US Tree, Mirakel (Miracle), Aralia, Manhattan, Brazil, Himalaya, Delhi, Teheran and Under Ekvatorn (Under the Equator): During his lifetime, architect and designer Josef Frank created an entire world of prints. Now, an exciting new world of prints is taking shape, with ten design students from Europe, North America and Asia creating personal and contemporary interpretations of Josef Frank's classic designs.
He was one of the pioneers of functionalism and a front man for the modernism that he later came to question. As time went by, Josef Frank went from the strict and functional to the colourful and imaginative. It became his legacy and his hallmark – design that has inspired for generations.
Svenskt Tenn wanted to get a glimpse into how contemporary young students perceive his work today – and how they interpret one of the leading designers of our time. Ten students from the Tama Art University in Japan, Rhode Island School of Design in the United States, the Royal College of Art, School of Design in the United Kingdom, Konstfack University of Arts, Crafts and Design in Stockholm, Sweden and the Swedish School of Textiles, University of Borås, Sweden, submitted their own innovative designs for an exhibition at the store on Strandvägen 5 in Stockholm. Three of these designs have been selected to become a permanent part of the Svenskt Tenn range and one of them, produced by Japanese Kotone Utsunomiya, will also cover Josef Frank’s iconic Liljevalch sofa.
Josef Frank's Liljevalch Sofa
"I sense a powerful energy in the motif and as with many of his other prints, I feel that the plants appear to be in conversation with one another."
“As I sat down and studied different plants, I discovered many dots on the petals. It looked to me like a lot of stars and I felt that I had discovered a whole new universe hidden inside plants. Looking at the Mirakel print, I feel that Josef Frank must have discovered the same thing. I sense a powerful energy in the motif and as with many of his other prints, I feel that the plants appear to be in conversation with one another. I look at Mirakel and imagine each flower’s unique history. I created ‘The Story of Flowers’ in homage to Josef Frank. I want to give others the opportunity to discover the same universe,” says Kotone.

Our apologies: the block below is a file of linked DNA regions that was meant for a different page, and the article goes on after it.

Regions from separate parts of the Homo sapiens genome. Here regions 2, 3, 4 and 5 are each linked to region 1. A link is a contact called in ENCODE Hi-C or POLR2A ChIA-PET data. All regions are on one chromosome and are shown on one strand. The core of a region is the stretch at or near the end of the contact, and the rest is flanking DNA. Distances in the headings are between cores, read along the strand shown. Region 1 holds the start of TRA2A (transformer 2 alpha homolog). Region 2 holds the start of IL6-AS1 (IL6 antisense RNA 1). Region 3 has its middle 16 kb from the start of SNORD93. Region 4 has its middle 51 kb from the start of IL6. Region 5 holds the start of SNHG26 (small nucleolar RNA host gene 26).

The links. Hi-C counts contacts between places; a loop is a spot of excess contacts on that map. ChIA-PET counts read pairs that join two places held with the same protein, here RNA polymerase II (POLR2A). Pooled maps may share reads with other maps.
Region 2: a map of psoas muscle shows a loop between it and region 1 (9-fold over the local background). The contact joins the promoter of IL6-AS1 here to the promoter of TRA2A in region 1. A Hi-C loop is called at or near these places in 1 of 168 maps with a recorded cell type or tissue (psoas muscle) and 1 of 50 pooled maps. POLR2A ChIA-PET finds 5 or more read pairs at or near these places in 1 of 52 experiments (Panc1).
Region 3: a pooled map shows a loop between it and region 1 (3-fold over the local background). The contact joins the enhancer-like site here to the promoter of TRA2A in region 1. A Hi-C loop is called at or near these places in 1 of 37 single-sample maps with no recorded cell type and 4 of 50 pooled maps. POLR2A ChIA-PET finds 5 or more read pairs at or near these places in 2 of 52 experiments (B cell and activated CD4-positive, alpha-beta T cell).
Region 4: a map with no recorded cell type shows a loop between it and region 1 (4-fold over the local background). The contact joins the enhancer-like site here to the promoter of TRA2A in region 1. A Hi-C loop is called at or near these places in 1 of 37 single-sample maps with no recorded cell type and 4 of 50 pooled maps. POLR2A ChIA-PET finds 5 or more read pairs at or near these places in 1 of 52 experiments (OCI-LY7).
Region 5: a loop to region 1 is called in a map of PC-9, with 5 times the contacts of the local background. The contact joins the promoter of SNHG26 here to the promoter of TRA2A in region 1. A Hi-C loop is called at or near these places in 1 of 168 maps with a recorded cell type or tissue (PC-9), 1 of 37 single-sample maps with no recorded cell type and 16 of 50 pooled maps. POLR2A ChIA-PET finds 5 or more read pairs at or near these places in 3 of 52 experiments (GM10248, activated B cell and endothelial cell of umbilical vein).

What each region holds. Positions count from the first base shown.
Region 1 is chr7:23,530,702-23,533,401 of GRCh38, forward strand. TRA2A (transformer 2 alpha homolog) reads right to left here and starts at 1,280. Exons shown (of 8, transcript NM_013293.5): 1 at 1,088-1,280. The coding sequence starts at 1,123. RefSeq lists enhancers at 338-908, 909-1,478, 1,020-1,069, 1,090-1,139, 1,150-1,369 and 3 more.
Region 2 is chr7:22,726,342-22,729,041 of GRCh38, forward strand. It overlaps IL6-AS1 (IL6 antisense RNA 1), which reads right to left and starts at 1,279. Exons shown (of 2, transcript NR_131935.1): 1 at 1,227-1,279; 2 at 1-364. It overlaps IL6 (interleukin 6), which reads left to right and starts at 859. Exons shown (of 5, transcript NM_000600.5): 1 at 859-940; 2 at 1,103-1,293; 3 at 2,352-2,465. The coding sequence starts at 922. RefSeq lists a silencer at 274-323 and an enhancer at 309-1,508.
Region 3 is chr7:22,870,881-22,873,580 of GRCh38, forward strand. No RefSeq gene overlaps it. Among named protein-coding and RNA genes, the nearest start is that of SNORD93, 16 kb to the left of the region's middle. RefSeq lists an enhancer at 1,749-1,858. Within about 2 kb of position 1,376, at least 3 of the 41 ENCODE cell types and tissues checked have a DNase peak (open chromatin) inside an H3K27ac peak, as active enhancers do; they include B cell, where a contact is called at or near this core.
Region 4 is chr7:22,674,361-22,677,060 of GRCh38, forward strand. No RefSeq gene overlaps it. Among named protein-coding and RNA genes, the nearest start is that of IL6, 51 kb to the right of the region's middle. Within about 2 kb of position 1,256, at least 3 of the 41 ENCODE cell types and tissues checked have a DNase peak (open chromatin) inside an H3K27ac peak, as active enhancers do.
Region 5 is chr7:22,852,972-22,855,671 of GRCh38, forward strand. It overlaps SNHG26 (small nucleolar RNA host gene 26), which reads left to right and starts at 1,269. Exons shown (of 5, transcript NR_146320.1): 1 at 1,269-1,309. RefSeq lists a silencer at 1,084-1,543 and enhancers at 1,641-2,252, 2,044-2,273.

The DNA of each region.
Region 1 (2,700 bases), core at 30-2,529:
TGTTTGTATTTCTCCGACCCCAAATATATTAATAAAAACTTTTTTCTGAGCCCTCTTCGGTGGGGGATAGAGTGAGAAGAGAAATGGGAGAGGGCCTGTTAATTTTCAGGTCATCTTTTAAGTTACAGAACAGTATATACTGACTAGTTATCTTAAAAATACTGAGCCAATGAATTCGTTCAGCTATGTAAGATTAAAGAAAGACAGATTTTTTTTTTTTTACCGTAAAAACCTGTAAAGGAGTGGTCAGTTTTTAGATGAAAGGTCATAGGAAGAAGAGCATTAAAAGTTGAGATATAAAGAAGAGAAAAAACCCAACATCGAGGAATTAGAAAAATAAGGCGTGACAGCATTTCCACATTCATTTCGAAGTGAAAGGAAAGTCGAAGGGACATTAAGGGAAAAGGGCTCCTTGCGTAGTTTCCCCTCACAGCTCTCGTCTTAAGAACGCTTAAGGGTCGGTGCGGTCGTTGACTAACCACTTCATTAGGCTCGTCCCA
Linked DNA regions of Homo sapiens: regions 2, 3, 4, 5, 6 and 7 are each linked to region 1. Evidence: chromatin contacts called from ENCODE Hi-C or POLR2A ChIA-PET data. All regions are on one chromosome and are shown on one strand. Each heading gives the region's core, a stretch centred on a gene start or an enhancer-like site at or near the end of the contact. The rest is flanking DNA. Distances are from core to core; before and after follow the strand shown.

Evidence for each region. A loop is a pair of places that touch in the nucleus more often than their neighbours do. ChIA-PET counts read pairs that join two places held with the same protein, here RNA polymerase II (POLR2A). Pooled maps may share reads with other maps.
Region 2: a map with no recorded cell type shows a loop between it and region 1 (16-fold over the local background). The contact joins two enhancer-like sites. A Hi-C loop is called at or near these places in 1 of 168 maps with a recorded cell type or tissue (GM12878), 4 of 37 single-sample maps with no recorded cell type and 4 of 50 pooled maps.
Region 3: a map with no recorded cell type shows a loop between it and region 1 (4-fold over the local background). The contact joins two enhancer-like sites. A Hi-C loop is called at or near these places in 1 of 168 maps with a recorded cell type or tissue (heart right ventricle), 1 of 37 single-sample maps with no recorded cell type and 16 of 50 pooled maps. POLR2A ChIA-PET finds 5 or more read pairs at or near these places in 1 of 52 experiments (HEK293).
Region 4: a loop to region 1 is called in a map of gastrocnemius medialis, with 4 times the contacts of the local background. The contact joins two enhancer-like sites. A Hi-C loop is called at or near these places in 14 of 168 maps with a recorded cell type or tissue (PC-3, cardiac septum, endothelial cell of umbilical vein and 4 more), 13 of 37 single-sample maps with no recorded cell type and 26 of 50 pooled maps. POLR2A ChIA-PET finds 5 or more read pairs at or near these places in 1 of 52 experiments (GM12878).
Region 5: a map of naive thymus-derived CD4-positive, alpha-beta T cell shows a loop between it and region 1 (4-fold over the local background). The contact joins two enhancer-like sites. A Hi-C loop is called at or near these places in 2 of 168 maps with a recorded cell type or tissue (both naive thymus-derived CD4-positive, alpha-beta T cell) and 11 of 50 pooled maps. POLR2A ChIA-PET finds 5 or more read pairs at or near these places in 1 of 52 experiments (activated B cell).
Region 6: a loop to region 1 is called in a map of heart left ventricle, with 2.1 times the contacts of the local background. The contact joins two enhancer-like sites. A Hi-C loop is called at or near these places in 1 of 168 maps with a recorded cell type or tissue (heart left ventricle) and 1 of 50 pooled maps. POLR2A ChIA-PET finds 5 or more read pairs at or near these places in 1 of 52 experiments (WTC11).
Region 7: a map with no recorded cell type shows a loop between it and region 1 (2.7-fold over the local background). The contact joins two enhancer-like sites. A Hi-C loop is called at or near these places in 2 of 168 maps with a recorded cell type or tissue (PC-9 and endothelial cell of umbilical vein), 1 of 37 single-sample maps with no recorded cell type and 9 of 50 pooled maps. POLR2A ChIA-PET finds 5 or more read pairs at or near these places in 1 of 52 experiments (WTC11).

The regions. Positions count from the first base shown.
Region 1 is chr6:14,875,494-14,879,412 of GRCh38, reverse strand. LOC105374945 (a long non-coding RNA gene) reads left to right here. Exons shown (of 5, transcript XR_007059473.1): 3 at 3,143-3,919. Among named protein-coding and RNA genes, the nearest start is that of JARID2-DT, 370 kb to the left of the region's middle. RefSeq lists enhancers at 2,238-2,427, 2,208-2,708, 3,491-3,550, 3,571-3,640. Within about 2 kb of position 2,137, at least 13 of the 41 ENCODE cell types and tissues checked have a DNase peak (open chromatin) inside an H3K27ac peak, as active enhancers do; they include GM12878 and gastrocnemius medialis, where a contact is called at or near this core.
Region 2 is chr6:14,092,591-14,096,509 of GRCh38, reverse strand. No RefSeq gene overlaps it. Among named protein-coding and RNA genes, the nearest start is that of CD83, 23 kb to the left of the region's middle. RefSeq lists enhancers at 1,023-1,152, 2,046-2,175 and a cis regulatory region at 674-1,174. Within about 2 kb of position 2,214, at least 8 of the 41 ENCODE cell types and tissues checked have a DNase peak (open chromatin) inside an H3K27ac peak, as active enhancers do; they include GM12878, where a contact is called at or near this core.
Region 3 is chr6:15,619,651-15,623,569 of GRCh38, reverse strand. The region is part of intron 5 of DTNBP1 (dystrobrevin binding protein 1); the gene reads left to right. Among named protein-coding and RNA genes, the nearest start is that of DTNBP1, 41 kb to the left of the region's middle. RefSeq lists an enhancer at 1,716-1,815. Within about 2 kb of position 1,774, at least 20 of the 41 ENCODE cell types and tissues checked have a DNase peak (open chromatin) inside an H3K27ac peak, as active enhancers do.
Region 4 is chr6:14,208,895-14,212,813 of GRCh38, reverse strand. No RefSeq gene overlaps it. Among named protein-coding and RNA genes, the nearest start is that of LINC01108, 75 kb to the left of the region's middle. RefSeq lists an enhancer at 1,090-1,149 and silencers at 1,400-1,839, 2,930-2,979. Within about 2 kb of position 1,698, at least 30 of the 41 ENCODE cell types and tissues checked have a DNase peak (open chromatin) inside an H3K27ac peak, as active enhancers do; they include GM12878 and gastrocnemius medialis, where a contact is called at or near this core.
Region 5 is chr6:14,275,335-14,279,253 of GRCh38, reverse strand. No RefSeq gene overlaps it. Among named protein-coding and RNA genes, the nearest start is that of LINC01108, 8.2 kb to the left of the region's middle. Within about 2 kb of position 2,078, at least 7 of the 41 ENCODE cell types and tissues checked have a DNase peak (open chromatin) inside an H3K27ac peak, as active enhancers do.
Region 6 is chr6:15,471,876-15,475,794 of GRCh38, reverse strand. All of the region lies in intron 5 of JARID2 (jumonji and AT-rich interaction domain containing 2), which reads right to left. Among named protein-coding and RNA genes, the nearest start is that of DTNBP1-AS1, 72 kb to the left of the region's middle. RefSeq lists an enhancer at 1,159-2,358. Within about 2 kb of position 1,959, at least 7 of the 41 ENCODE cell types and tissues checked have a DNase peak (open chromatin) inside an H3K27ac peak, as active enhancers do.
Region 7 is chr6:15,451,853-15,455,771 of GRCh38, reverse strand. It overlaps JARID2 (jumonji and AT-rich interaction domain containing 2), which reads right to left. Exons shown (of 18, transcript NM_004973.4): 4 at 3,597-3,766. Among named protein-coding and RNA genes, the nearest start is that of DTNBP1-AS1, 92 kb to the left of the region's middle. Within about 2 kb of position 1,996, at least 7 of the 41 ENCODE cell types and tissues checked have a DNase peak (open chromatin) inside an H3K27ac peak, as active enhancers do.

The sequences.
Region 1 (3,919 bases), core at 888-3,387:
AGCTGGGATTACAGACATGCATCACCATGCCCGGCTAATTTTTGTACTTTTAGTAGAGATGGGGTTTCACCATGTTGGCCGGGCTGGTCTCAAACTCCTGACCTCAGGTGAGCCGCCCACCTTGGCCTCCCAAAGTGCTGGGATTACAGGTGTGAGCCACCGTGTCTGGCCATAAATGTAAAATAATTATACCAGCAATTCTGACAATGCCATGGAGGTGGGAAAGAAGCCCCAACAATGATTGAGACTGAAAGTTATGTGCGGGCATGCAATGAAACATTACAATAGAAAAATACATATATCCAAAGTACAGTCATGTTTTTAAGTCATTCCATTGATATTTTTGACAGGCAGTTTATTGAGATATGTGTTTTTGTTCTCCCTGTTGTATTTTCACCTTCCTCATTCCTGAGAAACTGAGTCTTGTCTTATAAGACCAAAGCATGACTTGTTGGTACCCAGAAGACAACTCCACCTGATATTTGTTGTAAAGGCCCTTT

Mirakel - Josef Frank
Her classmate, Haruka Udo, was also attracted to Josef Frank’s imaginary plant motifs.
“I feel a special spark of life from his designs. The motifs of imaginary plants in Josef Frank’s works are some of the symbolic features that make his work so unique. Most of his motifs are bright, colourful and almost hopeful. This is something I want to express in my own design as well.
Working with the ‘Dear Josef Frank’ print was a bit like writing a letter to him. I thought about what I would have said to him if we had met. I hope that the design shows how much respect I have for his work,” says Haruka.
Dear Josef Frank - Haruka Udo
Josef Frank never let his imagination limit his creations, an approach that is also reflected in the students’ interpretations of his work. The playful and the imaginative, as well as the motifs inspired student Lisa Englund just as they inspired Kotone and Haruka.
"I wanted to create a print whereby the viewer could discover something new every time they looked at it."
“I got particularly interested in the US Tree print and my interpretation is constructed in the same way: a straight trunk and straight branches with leaves and flowers added on. I was also inspired by Indian fabrics, above all chintz, which could be specially ordered in Europe in the 1600-1700s. I wanted to create a print whereby the viewer could discover something new every time they looked at it – new details that come to light even after having it in your home for ten years,” says Lisa Englund.
US Tree - Josef Frank
Chintz, Black - Lisa Englund
Josef Frank began to focus more on developing his print designs in the 1920s. From a young age he had been interested in botany and designed, among other things, his own flora, consisting of favourites such as daisies, tulips, roses, bindweed, forget-me-nots, violets, lily of the valley, crocuses and grape hyacinths. It happened on occasion that these floral motifs were faithful to nature, but the images were most often abstract and imaginative. In a number of prints, familiar flowers were mixed with sinuous liana, grapevines and fruit motifs, often inspired by different places and cultures.
In his imagination, Josef Frank travelled all over the world, something that in combination with his love for botanical motifs resulted in prints such as Aralia and Mirakel (from the late 1920s), Celotocaulis (1930s), as well as a number of prints from the 1940s, among them La Plata, Aramal, Notturno, Hawai and US Tree. Little did he know that in 2018, several of these prints would come to inspire a generation of young students – future designers – to create a whole new world of prints.
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